Vancouver Tent City: Moving Day

So the courts finally got around to filing an injunction saying that the campers at Oppenheimer Park in Vancouver’s Downtown Eastside, would have to vacate the Park by 10:00 pm, Wednesday night, or face arrest (though the Police Chief Jim Chu has said that arrests would be a last resort). Unfortunately, where we’ve had all this beautiful weather all year with virtually no rain to speak about, and whereas the little bit of rain we have had since fall arrived has been in the way of scattered showers, in the last 24 hours or so, we’ve had a pretty moderate to heavy rainfall, almost steady without any major breaks, and one of the results of this is that Oppenheimer Park has turned in to something resembling an extremely large, if somewhat shallow, mud puddle.

“…the police…for the first time in Vancouver’s history, are wearing body-cams to record not only their actions, but the actions of those they find themselves interacting with…”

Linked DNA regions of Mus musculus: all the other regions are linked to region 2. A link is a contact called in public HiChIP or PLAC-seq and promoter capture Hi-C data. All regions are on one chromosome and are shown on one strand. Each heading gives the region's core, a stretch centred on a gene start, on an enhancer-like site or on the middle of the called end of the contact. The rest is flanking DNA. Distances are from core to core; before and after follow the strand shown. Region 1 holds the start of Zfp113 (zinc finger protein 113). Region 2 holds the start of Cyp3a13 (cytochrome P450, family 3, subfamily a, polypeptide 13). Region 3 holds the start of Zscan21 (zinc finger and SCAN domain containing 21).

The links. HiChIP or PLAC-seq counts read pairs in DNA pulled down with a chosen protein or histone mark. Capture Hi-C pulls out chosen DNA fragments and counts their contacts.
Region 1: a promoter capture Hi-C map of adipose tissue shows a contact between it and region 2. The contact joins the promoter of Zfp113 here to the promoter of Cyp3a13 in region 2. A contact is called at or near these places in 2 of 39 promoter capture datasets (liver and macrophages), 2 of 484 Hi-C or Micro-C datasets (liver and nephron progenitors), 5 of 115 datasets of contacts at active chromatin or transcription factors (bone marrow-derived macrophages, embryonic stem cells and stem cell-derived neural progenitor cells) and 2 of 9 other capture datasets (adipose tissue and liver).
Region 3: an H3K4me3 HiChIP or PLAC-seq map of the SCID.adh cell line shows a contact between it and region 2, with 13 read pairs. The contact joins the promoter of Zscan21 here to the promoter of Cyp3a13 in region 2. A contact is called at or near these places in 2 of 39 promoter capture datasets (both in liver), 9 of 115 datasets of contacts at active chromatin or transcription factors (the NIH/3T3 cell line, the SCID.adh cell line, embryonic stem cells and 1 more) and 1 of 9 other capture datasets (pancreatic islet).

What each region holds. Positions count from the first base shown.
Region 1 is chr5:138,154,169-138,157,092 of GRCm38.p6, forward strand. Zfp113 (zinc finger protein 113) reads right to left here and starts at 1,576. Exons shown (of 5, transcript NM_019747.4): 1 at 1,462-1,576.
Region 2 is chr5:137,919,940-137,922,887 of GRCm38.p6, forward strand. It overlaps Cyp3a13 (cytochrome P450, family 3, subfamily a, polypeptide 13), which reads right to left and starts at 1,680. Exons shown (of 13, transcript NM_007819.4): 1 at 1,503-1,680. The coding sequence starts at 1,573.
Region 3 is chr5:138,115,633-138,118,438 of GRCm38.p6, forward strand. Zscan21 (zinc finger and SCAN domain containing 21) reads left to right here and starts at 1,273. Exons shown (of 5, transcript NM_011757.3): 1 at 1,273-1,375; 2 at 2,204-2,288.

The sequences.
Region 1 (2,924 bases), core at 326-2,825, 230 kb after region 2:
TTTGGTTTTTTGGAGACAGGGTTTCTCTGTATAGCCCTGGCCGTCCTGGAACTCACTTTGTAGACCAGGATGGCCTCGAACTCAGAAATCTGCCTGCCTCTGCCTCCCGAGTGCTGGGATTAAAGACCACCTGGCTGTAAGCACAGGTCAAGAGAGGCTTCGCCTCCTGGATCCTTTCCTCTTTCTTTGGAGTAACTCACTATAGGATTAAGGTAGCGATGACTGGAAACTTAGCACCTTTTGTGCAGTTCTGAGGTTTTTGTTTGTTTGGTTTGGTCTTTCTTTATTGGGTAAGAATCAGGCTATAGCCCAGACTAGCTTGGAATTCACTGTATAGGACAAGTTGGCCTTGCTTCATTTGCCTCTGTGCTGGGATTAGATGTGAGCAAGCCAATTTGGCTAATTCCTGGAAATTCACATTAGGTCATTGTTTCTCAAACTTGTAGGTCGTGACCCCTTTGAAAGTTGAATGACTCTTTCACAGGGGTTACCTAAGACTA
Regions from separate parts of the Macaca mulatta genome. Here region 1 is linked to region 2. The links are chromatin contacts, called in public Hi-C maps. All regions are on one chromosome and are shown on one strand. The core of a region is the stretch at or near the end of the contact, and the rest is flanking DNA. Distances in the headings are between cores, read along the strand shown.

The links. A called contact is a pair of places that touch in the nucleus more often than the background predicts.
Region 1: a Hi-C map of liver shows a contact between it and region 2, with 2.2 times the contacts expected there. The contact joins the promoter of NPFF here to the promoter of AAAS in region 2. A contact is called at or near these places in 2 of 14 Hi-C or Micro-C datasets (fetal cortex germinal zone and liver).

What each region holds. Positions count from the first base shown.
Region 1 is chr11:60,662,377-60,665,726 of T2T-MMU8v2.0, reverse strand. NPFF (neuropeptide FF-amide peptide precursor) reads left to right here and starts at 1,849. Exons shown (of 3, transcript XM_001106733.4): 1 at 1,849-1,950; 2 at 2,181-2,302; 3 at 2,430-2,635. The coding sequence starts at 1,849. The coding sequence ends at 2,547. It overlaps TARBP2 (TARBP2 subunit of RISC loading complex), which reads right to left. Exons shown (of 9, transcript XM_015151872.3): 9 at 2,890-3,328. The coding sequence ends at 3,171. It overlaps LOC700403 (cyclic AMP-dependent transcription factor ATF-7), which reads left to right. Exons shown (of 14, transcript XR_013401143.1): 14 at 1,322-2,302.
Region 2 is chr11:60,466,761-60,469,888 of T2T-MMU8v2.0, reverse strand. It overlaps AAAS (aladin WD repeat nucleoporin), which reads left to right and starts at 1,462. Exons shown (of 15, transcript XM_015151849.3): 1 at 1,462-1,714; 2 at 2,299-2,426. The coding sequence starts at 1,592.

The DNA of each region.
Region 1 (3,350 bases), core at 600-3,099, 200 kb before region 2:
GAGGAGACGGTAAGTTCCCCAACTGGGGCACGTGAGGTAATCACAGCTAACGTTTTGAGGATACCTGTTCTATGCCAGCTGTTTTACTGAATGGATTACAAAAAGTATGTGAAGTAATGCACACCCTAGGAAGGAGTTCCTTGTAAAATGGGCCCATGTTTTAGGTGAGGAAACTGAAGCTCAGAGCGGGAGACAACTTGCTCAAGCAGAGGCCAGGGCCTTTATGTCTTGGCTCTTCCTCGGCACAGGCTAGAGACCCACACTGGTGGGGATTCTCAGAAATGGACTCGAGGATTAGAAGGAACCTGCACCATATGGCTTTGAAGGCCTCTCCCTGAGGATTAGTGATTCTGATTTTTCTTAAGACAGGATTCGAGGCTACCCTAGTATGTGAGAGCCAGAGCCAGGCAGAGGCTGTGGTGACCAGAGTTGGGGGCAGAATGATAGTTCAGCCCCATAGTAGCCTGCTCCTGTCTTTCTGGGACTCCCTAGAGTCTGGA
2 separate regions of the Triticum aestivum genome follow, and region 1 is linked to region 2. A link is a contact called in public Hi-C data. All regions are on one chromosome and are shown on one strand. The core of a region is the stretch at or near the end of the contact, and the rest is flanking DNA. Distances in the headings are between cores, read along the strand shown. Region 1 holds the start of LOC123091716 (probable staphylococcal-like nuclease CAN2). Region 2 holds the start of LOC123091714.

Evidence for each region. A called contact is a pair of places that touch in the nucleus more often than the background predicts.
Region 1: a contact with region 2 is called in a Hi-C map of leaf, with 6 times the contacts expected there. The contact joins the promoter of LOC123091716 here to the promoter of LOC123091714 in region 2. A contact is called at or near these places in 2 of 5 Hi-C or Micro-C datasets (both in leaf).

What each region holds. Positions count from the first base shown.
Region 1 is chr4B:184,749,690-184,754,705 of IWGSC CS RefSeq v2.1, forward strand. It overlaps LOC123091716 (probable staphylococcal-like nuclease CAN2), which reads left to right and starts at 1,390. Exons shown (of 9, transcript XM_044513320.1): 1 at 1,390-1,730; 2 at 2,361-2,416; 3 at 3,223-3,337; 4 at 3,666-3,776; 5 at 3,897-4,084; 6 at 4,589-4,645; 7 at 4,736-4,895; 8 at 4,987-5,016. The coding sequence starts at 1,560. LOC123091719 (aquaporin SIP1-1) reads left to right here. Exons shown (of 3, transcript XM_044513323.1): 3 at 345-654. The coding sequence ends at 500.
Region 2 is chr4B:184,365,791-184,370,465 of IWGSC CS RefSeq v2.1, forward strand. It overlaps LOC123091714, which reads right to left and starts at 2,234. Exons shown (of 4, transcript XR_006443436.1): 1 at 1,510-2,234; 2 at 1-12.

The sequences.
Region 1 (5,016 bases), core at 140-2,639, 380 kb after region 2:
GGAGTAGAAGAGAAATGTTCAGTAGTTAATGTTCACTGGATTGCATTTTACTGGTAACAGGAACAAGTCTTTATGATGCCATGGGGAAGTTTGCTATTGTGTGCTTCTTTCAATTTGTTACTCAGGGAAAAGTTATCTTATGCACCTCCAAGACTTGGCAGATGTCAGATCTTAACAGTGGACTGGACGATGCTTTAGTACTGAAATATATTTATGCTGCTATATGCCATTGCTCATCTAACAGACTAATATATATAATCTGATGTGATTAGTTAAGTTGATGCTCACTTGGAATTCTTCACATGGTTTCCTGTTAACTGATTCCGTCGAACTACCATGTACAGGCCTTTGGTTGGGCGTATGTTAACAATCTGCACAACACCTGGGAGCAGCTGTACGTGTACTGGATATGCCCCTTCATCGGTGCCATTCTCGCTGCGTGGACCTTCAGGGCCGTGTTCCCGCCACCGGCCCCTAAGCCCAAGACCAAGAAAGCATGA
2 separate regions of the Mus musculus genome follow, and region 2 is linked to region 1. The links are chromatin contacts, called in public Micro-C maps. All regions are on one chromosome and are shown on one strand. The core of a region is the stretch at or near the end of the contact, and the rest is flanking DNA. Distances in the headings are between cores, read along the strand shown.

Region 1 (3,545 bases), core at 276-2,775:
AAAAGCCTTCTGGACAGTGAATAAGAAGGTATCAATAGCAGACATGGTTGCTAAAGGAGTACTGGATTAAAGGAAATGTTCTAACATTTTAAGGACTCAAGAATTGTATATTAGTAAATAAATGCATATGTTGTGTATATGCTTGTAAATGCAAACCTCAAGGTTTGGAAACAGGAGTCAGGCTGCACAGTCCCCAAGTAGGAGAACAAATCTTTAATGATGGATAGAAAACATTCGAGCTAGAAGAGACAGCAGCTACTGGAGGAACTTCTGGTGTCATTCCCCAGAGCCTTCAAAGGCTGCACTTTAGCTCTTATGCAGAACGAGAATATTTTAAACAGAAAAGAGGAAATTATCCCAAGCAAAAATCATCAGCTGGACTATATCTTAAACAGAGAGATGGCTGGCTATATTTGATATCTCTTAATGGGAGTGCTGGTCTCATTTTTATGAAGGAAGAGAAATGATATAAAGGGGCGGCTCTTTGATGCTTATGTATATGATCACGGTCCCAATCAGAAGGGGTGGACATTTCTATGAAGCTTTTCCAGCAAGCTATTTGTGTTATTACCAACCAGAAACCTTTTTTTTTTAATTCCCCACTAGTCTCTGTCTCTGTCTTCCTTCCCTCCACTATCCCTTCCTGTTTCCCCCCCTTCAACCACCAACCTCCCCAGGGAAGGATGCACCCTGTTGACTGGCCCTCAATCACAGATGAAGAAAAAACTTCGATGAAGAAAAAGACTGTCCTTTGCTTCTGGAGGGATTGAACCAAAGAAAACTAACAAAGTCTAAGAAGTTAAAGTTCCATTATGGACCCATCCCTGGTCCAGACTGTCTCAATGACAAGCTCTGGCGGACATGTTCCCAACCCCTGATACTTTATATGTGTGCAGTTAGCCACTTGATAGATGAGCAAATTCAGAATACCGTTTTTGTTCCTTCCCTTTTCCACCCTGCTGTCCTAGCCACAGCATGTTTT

What this also means is that where you would normally have had a lot of the campers automatically try their best to comply with the court order, and most likely be successful at carrying it out, with just a few hot-heads who would attempt to hold out, threatening to do so even up to and including if they should be arrested, you will now have a lot of people look like they ARE holding out, but I stress that they only LOOK like that, and the real problem is that the weather is now preventing them from doing anything for the time being, but staying right where they are. And as for those that are trying none-the-less, since they waited right up to the deadline before attempting any real effort at making the move, those efforts are now being made in a very dark, wet, and pretty cold environment. Needless to say, despite the presence of the police on the perimeter of the encampment, along with the inevitable media and assorted lookers-on, very little real progress is being made. The assorted folks from the various community agencies, and volunteers such as myself, who showed up to keep an eye on things with our cameras and videos, making sure the campers were being evicted in a civil manner, have had very little to do, quite simply because very little is happening. One of the more interesting notes in this regard is that the police, at least a certain number of them, for the first time in Vancouver’s history, are wearing body-cams to record not only their actions, but the actions of those they find themselves interacting with. With Vancouver still undecided on the issue of body-cams, and thus not yet having any in their supplies as of this time, the City purchased a number of the devices at retail for use on this occasion. Whether or not we’ll see them used again probably depends on what City Council finally decides.